Seaborne hard coking coal prices largely unchanged on thin trading

The Asian seaborne hard coking coal spot market was largely unmoving on Thursday February 13 as buyers continued to stay on the sidelines.

Paragraph entered by Atlantic migration, in order for SteelFirst articles to display correctly on Metal Bulletin.

Steel First’s premium hard coking coal index for material sold on a cfr Jingtang basis edged up by $0.19 to $136.93 per tonne.

Premium hard coking coal index prices fob Australia’s DBCT port were unchanged from levels seen on Wednesday, at $127.70 per tonne.

The price for hard coking coal stood at $125.17 per tonne cfr Jingtang, falling by $0.25 on the day.

The index price for hard coking coal fob Australia was also unchanged at $115.86 per tonne.

High inventory levels, weak demand and low domestic coal prices were repeatedly cited by market sources as factors hampering buying interest.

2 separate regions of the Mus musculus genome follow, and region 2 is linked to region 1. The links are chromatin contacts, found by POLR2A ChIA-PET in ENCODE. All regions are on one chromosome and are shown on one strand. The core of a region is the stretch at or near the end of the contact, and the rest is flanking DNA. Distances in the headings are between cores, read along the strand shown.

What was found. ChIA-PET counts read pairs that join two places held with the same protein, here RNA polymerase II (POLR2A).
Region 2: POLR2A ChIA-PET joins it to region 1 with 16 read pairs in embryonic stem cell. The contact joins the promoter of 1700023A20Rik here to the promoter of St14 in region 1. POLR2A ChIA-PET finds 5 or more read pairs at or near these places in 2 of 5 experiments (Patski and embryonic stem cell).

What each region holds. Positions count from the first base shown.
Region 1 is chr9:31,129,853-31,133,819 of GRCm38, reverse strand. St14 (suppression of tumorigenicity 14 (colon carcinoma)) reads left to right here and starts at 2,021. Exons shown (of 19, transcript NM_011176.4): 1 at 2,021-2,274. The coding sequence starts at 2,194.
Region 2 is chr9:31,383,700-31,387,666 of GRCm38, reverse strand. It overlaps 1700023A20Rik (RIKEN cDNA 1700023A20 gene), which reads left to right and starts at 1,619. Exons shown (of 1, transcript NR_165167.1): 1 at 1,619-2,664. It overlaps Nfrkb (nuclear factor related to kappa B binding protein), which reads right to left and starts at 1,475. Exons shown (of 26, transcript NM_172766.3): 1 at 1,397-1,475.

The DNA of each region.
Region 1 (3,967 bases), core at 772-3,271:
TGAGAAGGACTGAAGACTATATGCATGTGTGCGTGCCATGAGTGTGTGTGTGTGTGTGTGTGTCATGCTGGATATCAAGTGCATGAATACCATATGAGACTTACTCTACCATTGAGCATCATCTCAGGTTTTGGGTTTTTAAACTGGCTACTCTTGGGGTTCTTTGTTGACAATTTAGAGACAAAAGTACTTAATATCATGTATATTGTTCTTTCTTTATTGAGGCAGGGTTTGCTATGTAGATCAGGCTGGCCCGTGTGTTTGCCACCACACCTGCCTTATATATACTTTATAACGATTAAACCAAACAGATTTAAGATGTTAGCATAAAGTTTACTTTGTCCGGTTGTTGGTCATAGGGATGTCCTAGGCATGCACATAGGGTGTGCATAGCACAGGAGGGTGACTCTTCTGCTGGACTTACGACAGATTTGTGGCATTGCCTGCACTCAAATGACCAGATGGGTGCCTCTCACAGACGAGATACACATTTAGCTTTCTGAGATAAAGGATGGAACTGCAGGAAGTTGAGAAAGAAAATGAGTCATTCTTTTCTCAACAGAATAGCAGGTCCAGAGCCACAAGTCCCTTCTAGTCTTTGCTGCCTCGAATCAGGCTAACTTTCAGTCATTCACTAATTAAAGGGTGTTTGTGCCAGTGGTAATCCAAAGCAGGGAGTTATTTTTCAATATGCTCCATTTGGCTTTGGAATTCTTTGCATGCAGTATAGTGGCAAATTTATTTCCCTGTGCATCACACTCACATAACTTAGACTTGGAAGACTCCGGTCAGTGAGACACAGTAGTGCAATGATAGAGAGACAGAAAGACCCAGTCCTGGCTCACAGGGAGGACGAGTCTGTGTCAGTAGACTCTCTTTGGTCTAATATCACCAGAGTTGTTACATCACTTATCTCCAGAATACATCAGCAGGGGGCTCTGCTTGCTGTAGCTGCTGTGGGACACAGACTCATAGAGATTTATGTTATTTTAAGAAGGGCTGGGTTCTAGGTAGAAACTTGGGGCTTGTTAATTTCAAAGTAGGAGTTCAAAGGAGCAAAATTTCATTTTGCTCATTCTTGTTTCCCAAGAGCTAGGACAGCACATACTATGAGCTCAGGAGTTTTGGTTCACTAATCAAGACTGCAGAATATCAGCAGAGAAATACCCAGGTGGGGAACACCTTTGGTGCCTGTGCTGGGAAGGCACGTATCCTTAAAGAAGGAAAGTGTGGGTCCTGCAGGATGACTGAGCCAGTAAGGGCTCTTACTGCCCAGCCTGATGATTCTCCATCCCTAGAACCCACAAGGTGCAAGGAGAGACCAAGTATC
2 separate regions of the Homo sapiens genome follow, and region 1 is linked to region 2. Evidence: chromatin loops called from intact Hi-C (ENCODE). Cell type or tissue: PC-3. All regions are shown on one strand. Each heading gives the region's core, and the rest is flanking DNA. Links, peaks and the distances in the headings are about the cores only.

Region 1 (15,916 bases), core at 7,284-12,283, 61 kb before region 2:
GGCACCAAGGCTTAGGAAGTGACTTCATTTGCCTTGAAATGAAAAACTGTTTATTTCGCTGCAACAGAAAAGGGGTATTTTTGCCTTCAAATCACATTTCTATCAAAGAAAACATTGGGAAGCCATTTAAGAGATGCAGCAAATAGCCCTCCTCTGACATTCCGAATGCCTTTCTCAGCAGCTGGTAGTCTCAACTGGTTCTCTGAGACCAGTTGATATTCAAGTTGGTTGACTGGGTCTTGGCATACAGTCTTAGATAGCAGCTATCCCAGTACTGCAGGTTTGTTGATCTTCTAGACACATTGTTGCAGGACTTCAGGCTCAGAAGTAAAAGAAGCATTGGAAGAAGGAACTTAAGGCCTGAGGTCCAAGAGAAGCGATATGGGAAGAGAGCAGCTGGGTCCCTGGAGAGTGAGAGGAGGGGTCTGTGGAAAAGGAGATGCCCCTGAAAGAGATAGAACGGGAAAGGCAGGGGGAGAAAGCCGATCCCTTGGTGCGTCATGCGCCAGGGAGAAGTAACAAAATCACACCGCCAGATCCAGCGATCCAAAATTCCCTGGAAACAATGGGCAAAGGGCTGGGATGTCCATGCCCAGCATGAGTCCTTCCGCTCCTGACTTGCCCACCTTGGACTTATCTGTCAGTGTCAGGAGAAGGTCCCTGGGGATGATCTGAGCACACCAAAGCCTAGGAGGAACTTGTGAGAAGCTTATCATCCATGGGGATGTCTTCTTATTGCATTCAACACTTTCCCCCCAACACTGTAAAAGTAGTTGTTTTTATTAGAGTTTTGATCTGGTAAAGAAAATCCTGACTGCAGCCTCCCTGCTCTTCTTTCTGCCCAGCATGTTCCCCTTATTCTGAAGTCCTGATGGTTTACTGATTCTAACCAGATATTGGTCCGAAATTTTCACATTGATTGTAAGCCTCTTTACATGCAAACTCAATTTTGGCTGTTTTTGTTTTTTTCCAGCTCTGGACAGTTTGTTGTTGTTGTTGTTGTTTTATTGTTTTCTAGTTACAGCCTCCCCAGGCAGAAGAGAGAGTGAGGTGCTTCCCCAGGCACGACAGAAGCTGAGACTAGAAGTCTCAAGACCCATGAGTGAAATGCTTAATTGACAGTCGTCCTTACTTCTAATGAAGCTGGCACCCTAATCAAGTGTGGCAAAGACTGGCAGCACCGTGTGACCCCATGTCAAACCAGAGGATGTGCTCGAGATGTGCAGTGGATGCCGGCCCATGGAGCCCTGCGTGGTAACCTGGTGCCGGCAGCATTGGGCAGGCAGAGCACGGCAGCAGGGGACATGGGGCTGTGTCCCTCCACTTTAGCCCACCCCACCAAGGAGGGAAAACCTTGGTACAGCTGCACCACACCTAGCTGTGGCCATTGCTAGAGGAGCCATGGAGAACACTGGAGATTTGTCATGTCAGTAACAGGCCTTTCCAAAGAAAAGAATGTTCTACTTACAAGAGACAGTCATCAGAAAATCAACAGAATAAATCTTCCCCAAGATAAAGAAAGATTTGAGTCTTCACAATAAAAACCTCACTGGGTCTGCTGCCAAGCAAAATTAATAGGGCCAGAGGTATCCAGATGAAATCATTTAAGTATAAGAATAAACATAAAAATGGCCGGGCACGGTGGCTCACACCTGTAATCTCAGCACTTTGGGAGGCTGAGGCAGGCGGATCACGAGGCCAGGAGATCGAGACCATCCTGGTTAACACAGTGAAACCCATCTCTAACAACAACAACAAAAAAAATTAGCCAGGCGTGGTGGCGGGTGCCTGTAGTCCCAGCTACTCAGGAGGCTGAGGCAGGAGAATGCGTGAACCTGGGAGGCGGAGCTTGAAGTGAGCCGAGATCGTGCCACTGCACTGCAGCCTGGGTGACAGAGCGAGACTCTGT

Hebei Iron & Steel Group and Kunming Steel both lowered their purchasing prices for coke by 50 yuan ($8) per tonne, while Hebei Jinxi made a cut of 30 yuan ($5) per tonne.

Earlier this month, Rizhao Steel cut its coke purchasing prices by a total of 90 yuan ($15) per tonne.

Chinese domestic coking coal prices are widely expected to see another round of cuts in March.

The most-traded May coking coal futures contract on the Dalian Commodity Exchange closed at 921 yuan ($151) per tonne on Thursday, down from 927 yuan ($152) per tonne on Wednesday.

The most-traded May coke contract on the same exchange closed 4 yuan ($0.66) per tonne lower for the day at 1,320 yuan ($216) per tonne.

China’s daily crude steel output during the last eleven days of January stood at 1.964 million tonnes, down by 2.1% from mid-January, according to estimates released by the China Iron & Steel Assn (Cisa) on Thursday.

Cisa member mills’ combined inventory of finished steel totalled 13.605 million tonnes on January 31, up by 4.3% from January 20 levels, and up by 16.6% from the beginning of the year.